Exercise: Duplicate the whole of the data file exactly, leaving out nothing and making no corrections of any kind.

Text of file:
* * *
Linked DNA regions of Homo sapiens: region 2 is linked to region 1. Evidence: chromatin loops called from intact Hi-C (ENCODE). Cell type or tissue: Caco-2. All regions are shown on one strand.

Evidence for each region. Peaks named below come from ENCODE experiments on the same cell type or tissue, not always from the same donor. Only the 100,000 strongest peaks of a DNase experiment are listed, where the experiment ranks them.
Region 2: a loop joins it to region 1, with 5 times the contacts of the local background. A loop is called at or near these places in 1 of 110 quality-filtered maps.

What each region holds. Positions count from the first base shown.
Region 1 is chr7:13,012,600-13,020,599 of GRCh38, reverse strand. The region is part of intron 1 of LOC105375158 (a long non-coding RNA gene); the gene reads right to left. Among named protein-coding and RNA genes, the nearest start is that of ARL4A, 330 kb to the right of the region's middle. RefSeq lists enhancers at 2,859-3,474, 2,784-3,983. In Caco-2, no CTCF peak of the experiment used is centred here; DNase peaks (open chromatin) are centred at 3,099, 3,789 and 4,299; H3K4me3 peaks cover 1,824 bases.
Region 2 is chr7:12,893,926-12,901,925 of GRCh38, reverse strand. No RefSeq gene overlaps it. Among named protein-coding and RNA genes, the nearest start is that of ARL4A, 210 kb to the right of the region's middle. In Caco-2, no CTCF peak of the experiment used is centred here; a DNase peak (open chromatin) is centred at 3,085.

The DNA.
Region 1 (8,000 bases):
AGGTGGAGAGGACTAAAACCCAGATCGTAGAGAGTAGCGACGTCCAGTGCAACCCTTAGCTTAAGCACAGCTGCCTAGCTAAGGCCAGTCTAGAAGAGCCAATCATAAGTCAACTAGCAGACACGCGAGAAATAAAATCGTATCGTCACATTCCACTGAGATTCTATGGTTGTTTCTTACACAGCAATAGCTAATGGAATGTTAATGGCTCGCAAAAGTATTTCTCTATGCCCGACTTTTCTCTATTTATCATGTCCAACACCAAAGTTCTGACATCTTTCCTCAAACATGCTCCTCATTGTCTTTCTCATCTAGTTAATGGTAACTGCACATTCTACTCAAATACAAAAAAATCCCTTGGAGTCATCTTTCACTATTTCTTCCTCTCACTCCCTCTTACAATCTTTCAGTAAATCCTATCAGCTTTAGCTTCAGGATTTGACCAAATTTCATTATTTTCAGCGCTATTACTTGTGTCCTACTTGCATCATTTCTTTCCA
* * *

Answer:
Linked DNA regions of Homo sapiens: region 2 is linked to region 1. Evidence: chromatin loops called from intact Hi-C (ENCODE). Cell type or tissue: Caco-2. All regions are shown on one strand.

Evidence for each region. Peaks named below come from ENCODE experiments on the same cell type or tissue, not always from the same donor. Only the 100,000 strongest peaks of a DNase experiment are listed, where the experiment ranks them.
Region 2: a loop joins it to region 1, with 5 times the contacts of the local background. A loop is called at or near these places in 1 of 110 quality-filtered maps.

What each region holds. Positions count from the first base shown.
Region 1 is chr7:13,012,600-13,020,599 of GRCh38, reverse strand. The region is part of intron 1 of LOC105375158 (a long non-coding RNA gene); the gene reads right to left. Among named protein-coding and RNA genes, the nearest start is that of ARL4A, 330 kb to the right of the region's middle. RefSeq lists enhancers at 2,859-3,474, 2,784-3,983. In Caco-2, no CTCF peak of the experiment used is centred here; DNase peaks (open chromatin) are centred at 3,099, 3,789 and 4,299; H3K4me3 peaks cover 1,824 bases.
Region 2 is chr7:12,893,926-12,901,925 of GRCh38, reverse strand. No RefSeq gene overlaps it. Among named protein-coding and RNA genes, the nearest start is that of ARL4A, 210 kb to the right of the region's middle. In Caco-2, no CTCF peak of the experiment used is centred here; a DNase peak (open chromatin) is centred at 3,085.

The DNA.
Region 1 (8,000 bases):
AGGTGGAGAGGACTAAAACCCAGATCGTAGAGAGTAGCGACGTCCAGTGCAACCCTTAGCTTAAGCACAGCTGCCTAGCTAAGGCCAGTCTAGAAGAGCCAATCATAAGTCAACTAGCAGACACGCGAGAAATAAAATCGTATCGTCACATTCCACTGAGATTCTATGGTTGTTTCTTACACAGCAATAGCTAATGGAATGTTAATGGCTCGCAAAAGTATTTCTCTATGCCCGACTTTTCTCTATTTATCATGTCCAACACCAAAGTTCTGACATCTTTCCTCAAACATGCTCCTCATTGTCTTTCTCATCTAGTTAATGGTAACTGCACATTCTACTCAAATACAAAAAAATCCCTTGGAGTCATCTTTCACTATTTCTTCCTCTCACTCCCTCTTACAATCTTTCAGTAAATCCTATCAGCTTTAGCTTCAGGATTTGACCAAATTTCATTATTTTCAGCGCTATTACTTGTGTCCTACTTGCATCATTTCTTTCCA